Following the developments last year, Azerbaijan has invited Karabakh Armenians back to the region (on the condition that they apply for Azerbaijani citizenship). Azerbaijani Foreign Minister Jeyhun Bayramov stated that ethnic Armenians may keep their culture “if they integrate into Azerbaijani society and governmental structures like other ethnic and religious minorities.” Baku’s persistent calls to stay and reintegrate were largely ignored, however. Strikingly, Armenia never extended such invitations to ethnic Azerbaijanis when they were displaced from Armenia and Nagorno-Karabakh in earlier conflicts.


Azerbaijan’s Culture Ministry has added all Christian monuments in the Karabakh region to the list of monuments of national importance and supports the state-run campaign to restore the religious heritage of Karabakh. This can be exemplified by the recent restoration efforts in Shusha (i.e., Gazanchi Church and St. John the Baptist Russian Orthodox Church). A United Nations mission to Karabakh completed in October 2023 reported that “it did not see any damage to civilian infrastructure such as hospitals, schools and housing or to cultural and religious sites”.


Western observers such as Emmanuel Dupuy and George Mitchell have condemned the desecration and destruction of Azerbaijani cultural and religious sites by Armenian forces over the years and described Aghdam as the “Hiroshima of the Caucasus”. Despite this, Azerbaijan’s repeated calls for an international fact-finding mission were ignored and Armenia was never blacklisted for the past 30 years. The US Commission on International Religious Freedom (USCIRF) itself recognised the destruction of 67 mosques in Karabakh under Armenian occupation in its 2022 report. Then why recourse to such double standards when Azerbaijan is showing commitment to safeguard all cultural and religious sites after the end of the Armenian occupation?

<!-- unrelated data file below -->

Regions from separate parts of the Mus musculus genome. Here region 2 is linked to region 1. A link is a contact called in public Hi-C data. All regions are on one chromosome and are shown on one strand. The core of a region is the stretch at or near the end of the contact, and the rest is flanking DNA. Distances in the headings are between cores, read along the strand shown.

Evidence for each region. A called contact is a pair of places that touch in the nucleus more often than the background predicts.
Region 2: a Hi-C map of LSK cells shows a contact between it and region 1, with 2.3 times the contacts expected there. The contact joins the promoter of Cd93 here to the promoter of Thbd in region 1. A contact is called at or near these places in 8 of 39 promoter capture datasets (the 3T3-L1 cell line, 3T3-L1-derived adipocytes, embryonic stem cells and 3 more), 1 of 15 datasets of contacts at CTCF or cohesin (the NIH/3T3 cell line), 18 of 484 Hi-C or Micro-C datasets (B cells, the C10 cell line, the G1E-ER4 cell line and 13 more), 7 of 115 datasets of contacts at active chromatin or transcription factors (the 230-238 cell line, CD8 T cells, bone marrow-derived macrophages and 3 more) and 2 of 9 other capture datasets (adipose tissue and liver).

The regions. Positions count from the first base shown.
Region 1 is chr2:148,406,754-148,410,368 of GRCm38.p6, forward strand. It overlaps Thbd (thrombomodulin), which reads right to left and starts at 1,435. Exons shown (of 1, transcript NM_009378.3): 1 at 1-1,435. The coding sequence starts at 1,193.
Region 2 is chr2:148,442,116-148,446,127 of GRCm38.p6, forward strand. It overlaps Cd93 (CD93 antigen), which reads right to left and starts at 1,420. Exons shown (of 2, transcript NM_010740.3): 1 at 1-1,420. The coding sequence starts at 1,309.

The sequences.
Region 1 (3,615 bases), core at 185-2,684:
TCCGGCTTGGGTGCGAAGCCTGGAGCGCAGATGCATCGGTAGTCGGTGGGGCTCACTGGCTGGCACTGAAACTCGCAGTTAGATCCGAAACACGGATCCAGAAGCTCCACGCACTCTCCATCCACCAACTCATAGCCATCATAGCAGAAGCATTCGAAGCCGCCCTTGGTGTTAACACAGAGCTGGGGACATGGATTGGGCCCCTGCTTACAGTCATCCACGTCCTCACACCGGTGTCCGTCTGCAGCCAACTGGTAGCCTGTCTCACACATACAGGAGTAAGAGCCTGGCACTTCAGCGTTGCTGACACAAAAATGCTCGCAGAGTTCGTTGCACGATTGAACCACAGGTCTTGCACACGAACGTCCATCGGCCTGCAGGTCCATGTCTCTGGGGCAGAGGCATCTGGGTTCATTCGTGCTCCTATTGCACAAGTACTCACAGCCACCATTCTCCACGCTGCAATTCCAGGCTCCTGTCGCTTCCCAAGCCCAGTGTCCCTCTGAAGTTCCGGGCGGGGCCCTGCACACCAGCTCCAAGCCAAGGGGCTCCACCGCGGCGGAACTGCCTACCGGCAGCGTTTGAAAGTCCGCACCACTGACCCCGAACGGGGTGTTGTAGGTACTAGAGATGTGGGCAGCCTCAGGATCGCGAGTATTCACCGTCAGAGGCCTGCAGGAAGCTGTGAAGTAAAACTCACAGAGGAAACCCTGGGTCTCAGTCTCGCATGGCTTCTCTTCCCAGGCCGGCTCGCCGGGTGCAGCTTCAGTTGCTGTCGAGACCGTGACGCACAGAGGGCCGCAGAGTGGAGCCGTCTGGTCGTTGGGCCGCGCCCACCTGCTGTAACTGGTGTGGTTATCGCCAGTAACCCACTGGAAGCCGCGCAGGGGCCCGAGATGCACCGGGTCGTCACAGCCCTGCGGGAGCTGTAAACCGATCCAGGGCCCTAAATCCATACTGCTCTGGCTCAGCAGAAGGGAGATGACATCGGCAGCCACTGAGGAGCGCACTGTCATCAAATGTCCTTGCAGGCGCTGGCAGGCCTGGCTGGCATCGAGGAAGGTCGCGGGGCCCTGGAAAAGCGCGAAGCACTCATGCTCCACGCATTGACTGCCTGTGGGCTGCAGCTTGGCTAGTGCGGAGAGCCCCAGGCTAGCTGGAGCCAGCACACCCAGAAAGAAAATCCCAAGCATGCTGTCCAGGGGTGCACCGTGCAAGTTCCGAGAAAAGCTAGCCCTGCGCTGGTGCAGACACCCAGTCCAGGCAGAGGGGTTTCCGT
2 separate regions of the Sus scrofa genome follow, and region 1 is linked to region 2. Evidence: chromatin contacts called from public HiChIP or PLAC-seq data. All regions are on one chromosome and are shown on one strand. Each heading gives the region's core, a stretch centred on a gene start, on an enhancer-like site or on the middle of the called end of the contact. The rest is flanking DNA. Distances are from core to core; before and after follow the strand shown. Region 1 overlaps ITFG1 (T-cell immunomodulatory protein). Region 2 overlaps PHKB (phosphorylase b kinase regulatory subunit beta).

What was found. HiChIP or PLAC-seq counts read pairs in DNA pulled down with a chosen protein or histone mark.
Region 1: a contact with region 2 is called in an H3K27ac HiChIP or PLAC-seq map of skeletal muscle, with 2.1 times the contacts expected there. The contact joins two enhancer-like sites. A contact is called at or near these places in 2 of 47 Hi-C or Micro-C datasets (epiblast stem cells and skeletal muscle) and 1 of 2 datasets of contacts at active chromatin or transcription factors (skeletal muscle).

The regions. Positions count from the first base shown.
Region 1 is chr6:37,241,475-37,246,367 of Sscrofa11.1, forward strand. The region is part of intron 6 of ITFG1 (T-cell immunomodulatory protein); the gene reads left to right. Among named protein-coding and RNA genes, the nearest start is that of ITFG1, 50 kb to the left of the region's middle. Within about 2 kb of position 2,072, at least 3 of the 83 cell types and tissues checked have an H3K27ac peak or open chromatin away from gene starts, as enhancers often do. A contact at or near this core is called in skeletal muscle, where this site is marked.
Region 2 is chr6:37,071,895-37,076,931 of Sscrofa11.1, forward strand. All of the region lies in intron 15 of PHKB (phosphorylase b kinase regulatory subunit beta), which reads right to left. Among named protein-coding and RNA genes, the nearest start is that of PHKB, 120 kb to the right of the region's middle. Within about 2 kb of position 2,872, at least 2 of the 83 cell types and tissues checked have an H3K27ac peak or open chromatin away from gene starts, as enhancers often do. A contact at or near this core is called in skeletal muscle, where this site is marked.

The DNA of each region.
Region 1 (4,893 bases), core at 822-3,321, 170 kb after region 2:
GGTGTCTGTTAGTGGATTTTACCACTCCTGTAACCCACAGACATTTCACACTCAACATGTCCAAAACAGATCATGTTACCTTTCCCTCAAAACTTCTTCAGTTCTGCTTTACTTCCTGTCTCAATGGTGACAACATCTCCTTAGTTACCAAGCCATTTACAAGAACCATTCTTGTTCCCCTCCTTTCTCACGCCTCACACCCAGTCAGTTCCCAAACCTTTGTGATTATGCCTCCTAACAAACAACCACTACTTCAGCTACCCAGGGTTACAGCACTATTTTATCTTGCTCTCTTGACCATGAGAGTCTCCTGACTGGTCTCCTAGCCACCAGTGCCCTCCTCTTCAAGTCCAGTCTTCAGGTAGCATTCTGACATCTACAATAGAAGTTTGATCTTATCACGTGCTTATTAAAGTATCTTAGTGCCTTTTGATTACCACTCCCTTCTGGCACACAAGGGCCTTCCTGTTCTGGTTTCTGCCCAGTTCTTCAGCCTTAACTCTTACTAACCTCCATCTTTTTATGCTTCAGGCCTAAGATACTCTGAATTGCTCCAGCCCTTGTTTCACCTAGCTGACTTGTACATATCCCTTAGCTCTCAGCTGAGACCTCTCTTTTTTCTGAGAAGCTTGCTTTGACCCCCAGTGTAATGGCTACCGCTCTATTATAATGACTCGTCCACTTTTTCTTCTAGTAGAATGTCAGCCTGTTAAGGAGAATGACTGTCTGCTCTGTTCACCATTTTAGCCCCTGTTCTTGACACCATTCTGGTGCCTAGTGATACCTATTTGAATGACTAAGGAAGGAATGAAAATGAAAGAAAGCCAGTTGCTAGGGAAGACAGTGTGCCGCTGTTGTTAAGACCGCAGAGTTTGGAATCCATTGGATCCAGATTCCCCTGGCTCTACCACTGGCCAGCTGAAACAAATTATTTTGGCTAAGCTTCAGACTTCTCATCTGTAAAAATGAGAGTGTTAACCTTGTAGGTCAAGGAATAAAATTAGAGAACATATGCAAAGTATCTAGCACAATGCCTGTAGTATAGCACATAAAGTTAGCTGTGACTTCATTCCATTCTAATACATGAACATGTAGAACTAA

Azerbaijan is one of 11 Muslim majority countries in which secularism is determined constitutionally. Tolerance and multiculturalism are promoted as a state policy, embracing a rich diversity of Muslim Shia and Sunni, atheists, Armenian Apostolic, Baha’is, Catholics, Georgian Orthodox, Hare Krishna, Jehovah Witnesses, Jews, Molokans, Protestants and Russian Orthodox, which are equally represented and involved in the social life of the country without any distinction on national, religious, or racial grounds. All religious communities are annually allocated material aid by the state, while freely performing their religious services and rites.